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View from Point Ormond

There’s something about Point Ormond that tells that it has always been a significant place.

The Yalukit Willam of the Boon Wurrung gathered here as middens discovered in 1974 confirmed.

Beacons were lit here to celebrate Separation and the Bicentenary.

Although milder in slope and elevation than when it was a steep and curving headland of red sandstone known as the ‘Little Red Bluff’, Point Ormond is a magnet for the exerciser in Port Phillip’s flat landscape.

Rounding the corner, the city skyline appears. As it tapers towards the west the sculptural ribbon of the Westgate Bridge is revealed and a flash of red tells that the Spirit is at Station Pier.

There have been new insertions into that landscape this year – the three new ship-to-shore Neo-Panamax robotic cranes at Webb Dock.

I’d gone to Point Ormond hoping to witness a once in a generation event observed by naturalist Gio Fitzpatrick earlier in the week. He reported that

“Point Ormond is the epicentre of a huge bird migration fallout. Within a 50m radius of the hill I saw Rufous Whistler, Rose Robin, Brown Songlark, Australian Bushlark, Sacred Kingfisher, a White throated Gerygone and four Horsfield’s Bronze Cuckoos.”

but I only saw seagulls and cormorants.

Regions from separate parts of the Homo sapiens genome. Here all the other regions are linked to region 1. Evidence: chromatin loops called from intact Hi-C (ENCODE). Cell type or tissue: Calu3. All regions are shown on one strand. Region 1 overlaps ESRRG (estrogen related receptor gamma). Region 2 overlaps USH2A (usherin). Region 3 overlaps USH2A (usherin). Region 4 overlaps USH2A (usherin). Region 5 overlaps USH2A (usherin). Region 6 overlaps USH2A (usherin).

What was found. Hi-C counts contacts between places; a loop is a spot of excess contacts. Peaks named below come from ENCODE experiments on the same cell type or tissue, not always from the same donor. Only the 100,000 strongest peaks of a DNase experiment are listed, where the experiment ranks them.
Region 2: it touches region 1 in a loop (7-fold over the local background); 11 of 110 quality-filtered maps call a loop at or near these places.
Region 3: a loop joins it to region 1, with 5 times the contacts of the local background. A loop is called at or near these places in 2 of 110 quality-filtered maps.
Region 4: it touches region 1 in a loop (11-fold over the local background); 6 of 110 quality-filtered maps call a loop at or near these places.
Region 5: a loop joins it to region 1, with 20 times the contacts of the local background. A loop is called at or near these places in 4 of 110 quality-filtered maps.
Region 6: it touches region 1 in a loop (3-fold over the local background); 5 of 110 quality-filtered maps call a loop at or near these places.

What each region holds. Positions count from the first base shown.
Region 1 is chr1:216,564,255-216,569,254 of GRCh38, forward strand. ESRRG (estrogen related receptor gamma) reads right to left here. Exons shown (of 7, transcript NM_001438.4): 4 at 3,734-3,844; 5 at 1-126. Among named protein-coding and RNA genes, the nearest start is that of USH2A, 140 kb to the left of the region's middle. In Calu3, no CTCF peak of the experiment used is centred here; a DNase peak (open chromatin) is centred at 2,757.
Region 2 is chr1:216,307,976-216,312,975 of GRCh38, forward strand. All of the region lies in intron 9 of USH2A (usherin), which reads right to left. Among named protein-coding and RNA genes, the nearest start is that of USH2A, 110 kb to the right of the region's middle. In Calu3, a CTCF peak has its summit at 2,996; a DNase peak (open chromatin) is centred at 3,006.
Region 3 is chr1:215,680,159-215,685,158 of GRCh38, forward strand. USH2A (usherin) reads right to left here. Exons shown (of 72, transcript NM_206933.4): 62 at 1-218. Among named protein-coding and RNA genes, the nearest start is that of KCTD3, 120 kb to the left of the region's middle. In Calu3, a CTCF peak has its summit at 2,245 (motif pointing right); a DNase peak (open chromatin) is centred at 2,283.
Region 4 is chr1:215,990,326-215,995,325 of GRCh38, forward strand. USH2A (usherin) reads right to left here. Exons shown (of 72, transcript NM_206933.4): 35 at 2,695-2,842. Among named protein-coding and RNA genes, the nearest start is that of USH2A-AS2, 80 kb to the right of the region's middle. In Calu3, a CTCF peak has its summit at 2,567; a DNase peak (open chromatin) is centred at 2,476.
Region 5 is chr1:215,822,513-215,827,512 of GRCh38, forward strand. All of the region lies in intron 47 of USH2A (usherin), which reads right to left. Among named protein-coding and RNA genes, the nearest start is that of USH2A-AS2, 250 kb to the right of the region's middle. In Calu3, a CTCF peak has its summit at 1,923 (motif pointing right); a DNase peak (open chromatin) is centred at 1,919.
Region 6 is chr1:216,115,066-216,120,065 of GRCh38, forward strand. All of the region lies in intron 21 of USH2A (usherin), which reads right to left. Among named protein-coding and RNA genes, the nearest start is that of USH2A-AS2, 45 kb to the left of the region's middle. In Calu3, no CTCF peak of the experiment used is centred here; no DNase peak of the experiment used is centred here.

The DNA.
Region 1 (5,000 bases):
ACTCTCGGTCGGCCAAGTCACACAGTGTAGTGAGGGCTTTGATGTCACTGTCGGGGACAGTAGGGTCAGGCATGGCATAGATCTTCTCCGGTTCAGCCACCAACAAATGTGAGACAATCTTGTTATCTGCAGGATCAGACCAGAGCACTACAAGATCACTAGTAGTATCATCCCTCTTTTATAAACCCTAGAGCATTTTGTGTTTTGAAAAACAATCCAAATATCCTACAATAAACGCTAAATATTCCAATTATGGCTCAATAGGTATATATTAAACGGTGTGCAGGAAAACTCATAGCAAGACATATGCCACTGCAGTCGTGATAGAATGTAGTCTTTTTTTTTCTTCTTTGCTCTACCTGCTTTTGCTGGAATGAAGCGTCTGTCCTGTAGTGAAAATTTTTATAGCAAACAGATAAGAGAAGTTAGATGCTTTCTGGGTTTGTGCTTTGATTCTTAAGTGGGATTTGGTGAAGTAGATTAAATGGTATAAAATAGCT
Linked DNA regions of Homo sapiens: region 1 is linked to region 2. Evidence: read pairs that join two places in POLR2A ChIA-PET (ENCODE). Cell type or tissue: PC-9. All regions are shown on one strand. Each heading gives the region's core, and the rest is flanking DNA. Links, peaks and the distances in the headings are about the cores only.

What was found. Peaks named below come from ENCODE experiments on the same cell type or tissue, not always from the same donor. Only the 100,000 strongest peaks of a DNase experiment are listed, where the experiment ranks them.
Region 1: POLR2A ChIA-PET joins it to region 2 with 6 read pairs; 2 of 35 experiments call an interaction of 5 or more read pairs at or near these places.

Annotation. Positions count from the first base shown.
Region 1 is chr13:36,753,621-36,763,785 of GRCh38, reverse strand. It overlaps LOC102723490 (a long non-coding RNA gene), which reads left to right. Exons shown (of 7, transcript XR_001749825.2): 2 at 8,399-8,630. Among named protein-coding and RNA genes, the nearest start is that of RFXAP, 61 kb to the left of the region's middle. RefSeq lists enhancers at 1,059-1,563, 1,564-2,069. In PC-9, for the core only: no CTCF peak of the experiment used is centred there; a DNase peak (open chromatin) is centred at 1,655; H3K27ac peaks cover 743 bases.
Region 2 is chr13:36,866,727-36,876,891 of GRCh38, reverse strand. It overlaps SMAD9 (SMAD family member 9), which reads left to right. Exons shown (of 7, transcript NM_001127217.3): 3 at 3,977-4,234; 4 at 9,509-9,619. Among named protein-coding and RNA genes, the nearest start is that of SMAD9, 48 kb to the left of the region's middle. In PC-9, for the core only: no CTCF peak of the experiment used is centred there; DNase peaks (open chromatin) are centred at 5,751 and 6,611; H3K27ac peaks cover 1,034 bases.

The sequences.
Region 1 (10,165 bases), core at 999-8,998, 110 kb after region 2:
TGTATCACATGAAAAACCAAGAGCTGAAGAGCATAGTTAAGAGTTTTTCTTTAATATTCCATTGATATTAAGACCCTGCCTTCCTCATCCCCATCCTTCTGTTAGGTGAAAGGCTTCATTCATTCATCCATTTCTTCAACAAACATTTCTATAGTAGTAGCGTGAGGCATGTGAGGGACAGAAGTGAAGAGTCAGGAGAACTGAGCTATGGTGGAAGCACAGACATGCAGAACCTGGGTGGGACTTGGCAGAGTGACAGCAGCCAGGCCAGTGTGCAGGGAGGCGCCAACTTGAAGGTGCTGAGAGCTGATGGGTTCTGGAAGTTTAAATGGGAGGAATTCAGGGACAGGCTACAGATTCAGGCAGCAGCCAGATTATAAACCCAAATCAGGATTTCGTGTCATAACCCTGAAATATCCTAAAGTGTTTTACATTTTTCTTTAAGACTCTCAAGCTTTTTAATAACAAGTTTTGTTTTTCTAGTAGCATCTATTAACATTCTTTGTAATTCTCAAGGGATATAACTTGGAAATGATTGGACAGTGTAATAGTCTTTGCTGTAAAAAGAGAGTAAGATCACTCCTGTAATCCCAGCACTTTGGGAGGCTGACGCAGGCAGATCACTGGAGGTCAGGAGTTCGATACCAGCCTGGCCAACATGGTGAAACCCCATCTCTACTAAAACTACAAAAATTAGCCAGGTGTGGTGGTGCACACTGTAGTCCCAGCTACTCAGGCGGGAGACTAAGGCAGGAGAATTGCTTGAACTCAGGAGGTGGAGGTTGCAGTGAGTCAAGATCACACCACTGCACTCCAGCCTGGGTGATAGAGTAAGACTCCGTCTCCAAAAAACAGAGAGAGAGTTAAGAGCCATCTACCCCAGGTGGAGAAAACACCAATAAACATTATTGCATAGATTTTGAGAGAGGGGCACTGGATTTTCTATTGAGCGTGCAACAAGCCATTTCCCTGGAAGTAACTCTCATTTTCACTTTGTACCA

Then out of left field, the next two cranes emerged on the horizon silently making their way to Webb Dock.

These massive visual intrusions (insertions) in the landscape signal the arrival of the most fully automated Port in Australia. Testing is underway before the VICT terminal becomes operational at the end of the year.

By December 2017, the terminal will have six cranes and an annual capacity of 1.4 million standard containers.


And now there are five – from Sandridge Beach

On Friday 28th October, you are invited to gather at Princes Pier at 6pm to commemorate the life and times of Allan Whittaker waterside worker, shot by police in 1928. It is also a time to remember and reflect on a time when work on the waterfront was both manual and menial.

All in less than one hundred years.


Meyer Eidelson’s fabulous history of Elwood Flood, Fire and Fever draws deeply on his life in the place. It is available to read on his Melbourne Walks website

VICT entered into an agreement with the Port of Melbourne Corporation in May 2014 for the design, construction, commissioning, operation, maintenance and financing of the Port of Melbourne’s new international container terminal and empty container park at Webb Dock. The lease extends to 2040

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